You may not want to hear this. You may not want to be confronted with the possibility that what you want out of your creative life can prove so elusive, or to listen to me bitch and moan. So if either of these seem unpleasant, read no further because this might sting a bit.
For more than 10 years I've worked towards becoming a successful, busy, editorial and commercial still photographer. I've practiced and developed my skills, I've researched what steps to take. I've done much of what I believed I was supposed to do. But to date my dream has not yet become a reality.
I left my full-time job in 2013, and immediately started hustling. I printed pages for two brand new portfolios, and sent out promos. I scheduled meetings to share my photography and video work, and shot some projects that I'm very proud of.
But the industry was changing—and is ever-changing. And so, while I had some photography work in 2014, it was my video work that was about to take off like a wild horse which I could not control. So I held the reigns, and it lead me to the place I'm in now.
When you work for yourself, the irony is, you really work for anyone and everyone.
Throughout 2015, I had the opportunity to make some incredible video work. I don't say that to flatter myself. The stories were simply amazing. Opportunities that many work towards their entire career, and due to this or that, never get to do. I've featured many of those projects on this blog and my on my website, so I won't do so again for this post.
Ok, maybe just a couple:
USAID | Sons of Luxor
The Parkway Film Center
But while this video work is rewarding, it always felt like a departure from my goal of focusing on photography.
And here is where I start to feel and sound like a whiny baby. There are some seriously talented folks out there who dream of working as a photographer or filmmaker, but are stuck working in completely unrelated fields: accounting, retail, barista, etc. Those people have more to be frustrated about than I do. But my reality still feels separate from my dreams and goals.
Don't get me wrong. I am thankful, and I enjoy the video work I've been doing. Video projects have fed our family and paid our bills. Video has made our Christmases possible and joyful in our home. It sent us to Europe for an unforgettable vacation. I've been around the world working in places like Beijing, Istanbul, Mumbai, Delhi, Ahmedabad, Indore, Kenya, Belize, Egypt, Jordan, Lebanon, Mexico City, Rio de Janeiro, Senegal, New York City, and San Francisco. It's been satisfying in so many ways.
And yet I still feel unfulfilled.
Perhaps that is the curse of the creator. Maybe our past creations aren't fulfilling because the act of creating is what drives us to do what we do. Or maybe there's something in our wiring that means we are driven to create because the feeling of satisfaction felt during the creative process is what we're chasing, but it can never, ever be caught.
After all, we are creators, not creation-ors. We are driven to create, not to collect our creations. Or at least I am.
The 365 Project That Wasn't
On January 1, 2017, I decided to do a 365 Project in an effort to challenge myself. I'd been missing taking stills, and in an effort to be proactive I decided on a project that would get me out there doing what it is I'd been wanting to do. My 365 Project is ambitious, and it proved to be even more challenging than I imagined. I would take a portrait every day of the year. Regardless of where I was, regardless of how busy I was, I would take a portrait, and share it on Instagram.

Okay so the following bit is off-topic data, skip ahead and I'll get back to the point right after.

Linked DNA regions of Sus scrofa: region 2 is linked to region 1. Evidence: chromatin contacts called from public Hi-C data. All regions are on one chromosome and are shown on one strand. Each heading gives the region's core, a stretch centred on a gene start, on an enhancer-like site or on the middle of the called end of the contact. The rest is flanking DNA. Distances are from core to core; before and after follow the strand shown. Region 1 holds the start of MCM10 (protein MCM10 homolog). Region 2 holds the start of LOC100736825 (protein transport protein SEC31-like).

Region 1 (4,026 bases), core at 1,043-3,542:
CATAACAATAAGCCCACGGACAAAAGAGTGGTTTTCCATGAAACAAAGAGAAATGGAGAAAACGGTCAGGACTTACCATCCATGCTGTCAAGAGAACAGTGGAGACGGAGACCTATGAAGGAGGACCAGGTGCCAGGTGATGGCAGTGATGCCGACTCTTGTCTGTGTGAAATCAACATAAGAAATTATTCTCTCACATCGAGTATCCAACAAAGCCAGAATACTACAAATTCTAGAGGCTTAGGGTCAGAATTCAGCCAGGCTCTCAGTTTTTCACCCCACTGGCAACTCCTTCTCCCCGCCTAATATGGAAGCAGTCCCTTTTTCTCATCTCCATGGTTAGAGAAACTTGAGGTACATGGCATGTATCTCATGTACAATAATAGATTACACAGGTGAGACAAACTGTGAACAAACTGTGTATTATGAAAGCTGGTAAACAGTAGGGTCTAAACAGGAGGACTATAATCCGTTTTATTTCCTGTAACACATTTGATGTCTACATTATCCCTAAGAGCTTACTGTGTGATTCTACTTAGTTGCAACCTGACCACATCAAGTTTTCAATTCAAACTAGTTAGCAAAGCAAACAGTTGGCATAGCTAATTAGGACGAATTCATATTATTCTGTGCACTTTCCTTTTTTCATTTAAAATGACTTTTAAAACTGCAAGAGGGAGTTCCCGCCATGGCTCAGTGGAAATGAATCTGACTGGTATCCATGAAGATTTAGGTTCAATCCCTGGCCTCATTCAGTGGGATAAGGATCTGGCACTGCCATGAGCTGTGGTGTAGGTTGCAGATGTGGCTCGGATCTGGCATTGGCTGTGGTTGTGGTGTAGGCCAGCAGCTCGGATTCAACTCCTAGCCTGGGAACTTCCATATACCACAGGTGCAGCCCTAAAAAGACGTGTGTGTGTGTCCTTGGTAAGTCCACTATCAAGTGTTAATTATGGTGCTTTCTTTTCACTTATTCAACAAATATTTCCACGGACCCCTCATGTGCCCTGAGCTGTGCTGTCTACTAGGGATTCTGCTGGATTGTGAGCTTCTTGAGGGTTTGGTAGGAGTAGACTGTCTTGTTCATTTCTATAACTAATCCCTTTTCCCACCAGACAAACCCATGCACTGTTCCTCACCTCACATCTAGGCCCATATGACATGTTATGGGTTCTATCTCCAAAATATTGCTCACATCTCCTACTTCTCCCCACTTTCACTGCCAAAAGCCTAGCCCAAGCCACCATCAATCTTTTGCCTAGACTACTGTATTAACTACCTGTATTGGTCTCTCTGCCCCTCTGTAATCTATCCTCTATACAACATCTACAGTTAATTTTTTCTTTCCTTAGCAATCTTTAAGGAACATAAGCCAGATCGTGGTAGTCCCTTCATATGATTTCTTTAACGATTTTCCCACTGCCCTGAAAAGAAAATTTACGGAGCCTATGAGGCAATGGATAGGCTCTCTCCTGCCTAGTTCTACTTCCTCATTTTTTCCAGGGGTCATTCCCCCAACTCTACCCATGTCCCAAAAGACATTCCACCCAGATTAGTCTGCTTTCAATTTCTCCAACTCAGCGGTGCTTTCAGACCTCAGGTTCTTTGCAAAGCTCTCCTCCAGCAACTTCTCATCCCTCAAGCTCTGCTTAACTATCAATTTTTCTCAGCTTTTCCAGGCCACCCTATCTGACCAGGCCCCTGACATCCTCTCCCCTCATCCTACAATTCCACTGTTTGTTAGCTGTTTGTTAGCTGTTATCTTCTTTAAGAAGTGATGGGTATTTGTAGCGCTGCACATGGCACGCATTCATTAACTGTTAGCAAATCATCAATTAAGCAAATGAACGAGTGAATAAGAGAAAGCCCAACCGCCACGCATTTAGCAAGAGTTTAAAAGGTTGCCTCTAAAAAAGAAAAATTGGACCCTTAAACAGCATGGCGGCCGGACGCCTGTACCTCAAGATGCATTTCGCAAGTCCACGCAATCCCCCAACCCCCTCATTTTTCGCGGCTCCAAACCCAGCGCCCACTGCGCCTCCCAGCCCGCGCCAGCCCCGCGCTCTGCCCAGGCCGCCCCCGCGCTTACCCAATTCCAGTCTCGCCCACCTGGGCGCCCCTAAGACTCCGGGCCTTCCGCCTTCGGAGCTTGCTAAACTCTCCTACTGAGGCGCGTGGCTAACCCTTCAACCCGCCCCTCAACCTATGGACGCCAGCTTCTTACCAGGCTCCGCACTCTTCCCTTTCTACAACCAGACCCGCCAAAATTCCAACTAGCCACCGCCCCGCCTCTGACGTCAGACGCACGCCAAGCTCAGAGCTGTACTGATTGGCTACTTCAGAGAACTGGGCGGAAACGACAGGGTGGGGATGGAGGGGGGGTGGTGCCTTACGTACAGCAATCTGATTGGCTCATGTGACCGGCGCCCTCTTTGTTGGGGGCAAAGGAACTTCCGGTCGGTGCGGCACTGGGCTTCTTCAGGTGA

Here are a few from the ongoing (I promise!) series:
I soon realized that I had bit off more than I could chew. Some days, I simply couldn't find the time while there was still daylight to get out there and find a subject. The streets of Baltimore during winter, during the day, during the week, are pretty quiet. So, inevitably I fell behind. And once I fell behind, it became easier to stay behind.
Failure doesn't feel good, but it feels easy. It's much easier than hustling. Much easier than reinventing yourself. My 365 Project crashed and burned within the first few weeks of the year, and once it had, I settled into the failure. That failure proved all of my self doubt was well-founded.
Begin the Begin
I suppose one of the benefits of failing is that it presents the option to begin again. Option is a funny word in this case, because it implies you can just nestle down in that negative place forever. But that's not really an option. Maybe that's what the phrase "failure is not an option" really means. You can fail, but you can't stay there.
So how do I begin again? How do I start over? What does it look like?
The truth is I don't know. I've considered making some radical change:
- Sell all of my video and photography gear?
- Keep one camera, one lens?
- Take a 9 to 5 doing anything at all?
- Take a trip to try and rediscover what it is I'm meant to do?
- Meditate? (Not so radical I know...)
I've done none of these things yet. Yet.
As I write this, I have too much time on my hands. Time I should be using to achieve some of my goals. But on any given day, I cannot get my head into that space. I'm struggling. Not like the struggling I've seen around the world. Certainly not. This is a first world problem. But that's where I live, so this still counts as a problem. I confront it every day—or rather it confronts me.
I don't know how this works out. I'm not sure what's next for me. I think I'm just struggling to feel whole, creatively speaking.
The only thing I'm sure of is that these portraits won't shoot themselves.